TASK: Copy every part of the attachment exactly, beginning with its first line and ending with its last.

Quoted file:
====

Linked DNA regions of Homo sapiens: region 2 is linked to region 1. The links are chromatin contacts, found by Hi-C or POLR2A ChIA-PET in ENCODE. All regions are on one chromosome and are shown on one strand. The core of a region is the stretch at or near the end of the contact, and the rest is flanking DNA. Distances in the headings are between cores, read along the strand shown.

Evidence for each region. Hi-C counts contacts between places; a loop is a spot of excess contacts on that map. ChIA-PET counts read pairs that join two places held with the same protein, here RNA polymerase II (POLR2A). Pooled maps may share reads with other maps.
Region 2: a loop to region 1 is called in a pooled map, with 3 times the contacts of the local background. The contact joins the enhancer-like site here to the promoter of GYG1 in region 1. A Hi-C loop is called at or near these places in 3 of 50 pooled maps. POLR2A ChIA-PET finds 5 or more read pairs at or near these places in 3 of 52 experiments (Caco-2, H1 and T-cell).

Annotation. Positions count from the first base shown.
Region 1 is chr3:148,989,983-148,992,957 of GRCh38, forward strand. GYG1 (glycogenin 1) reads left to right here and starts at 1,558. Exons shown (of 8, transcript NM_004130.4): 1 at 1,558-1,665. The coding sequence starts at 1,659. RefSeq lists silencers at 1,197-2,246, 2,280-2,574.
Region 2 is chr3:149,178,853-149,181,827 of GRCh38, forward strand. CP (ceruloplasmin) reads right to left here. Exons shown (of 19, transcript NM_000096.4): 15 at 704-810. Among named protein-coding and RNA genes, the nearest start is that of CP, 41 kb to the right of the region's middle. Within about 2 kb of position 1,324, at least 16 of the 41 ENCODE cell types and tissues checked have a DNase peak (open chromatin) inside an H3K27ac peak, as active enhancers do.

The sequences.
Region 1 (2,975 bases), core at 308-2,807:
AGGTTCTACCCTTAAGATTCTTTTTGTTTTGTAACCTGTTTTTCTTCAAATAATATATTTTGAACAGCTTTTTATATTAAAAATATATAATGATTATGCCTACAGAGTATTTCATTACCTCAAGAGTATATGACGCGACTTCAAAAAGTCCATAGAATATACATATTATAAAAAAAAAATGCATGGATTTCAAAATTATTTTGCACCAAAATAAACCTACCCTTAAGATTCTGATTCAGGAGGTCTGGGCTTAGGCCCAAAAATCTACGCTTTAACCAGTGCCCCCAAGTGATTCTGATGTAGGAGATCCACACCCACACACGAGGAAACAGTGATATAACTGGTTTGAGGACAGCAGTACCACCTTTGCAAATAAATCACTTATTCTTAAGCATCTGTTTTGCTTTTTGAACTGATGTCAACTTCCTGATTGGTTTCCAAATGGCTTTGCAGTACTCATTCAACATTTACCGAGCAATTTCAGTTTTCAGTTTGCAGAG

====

Linked DNA regions of Homo sapiens: region 2 is linked to region 1. The links are chromatin contacts, found by Hi-C or POLR2A ChIA-PET in ENCODE. All regions are on one chromosome and are shown on one strand. The core of a region is the stretch at or near the end of the contact, and the rest is flanking DNA. Distances in the headings are between cores, read along the strand shown.

Evidence for each region. Hi-C counts contacts between places; a loop is a spot of excess contacts on that map. ChIA-PET counts read pairs that join two places held with the same protein, here RNA polymerase II (POLR2A). Pooled maps may share reads with other maps.
Region 2: a loop to region 1 is called in a pooled map, with 3 times the contacts of the local background. The contact joins the enhancer-like site here to the promoter of GYG1 in region 1. A Hi-C loop is called at or near these places in 3 of 50 pooled maps. POLR2A ChIA-PET finds 5 or more read pairs at or near these places in 3 of 52 experiments (Caco-2, H1 and T-cell).

Annotation. Positions count from the first base shown.
Region 1 is chr3:148,989,983-148,992,957 of GRCh38, forward strand. GYG1 (glycogenin 1) reads left to right here and starts at 1,558. Exons shown (of 8, transcript NM_004130.4): 1 at 1,558-1,665. The coding sequence starts at 1,659. RefSeq lists silencers at 1,197-2,246, 2,280-2,574.
Region 2 is chr3:149,178,853-149,181,827 of GRCh38, forward strand. CP (ceruloplasmin) reads right to left here. Exons shown (of 19, transcript NM_000096.4): 15 at 704-810. Among named protein-coding and RNA genes, the nearest start is that of CP, 41 kb to the right of the region's middle. Within about 2 kb of position 1,324, at least 16 of the 41 ENCODE cell types and tissues checked have a DNase peak (open chromatin) inside an H3K27ac peak, as active enhancers do.

The sequences.
Region 1 (2,975 bases), core at 308-2,807:
AGGTTCTACCCTTAAGATTCTTTTTGTTTTGTAACCTGTTTTTCTTCAAATAATATATTTTGAACAGCTTTTTATATTAAAAATATATAATGATTATGCCTACAGAGTATTTCATTACCTCAAGAGTATATGACGCGACTTCAAAAAGTCCATAGAATATACATATTATAAAAAAAAAATGCATGGATTTCAAAATTATTTTGCACCAAAATAAACCTACCCTTAAGATTCTGATTCAGGAGGTCTGGGCTTAGGCCCAAAAATCTACGCTTTAACCAGTGCCCCCAAGTGATTCTGATGTAGGAGATCCACACCCACACACGAGGAAACAGTGATATAACTGGTTTGAGGACAGCAGTACCACCTTTGCAAATAAATCACTTATTCTTAAGCATCTGTTTTGCTTTTTGAACTGATGTCAACTTCCTGATTGGTTTCCAAATGGCTTTGCAGTACTCATTCAACATTTACCGAGCAATTTCAGTTTTCAGTTTGCAGAG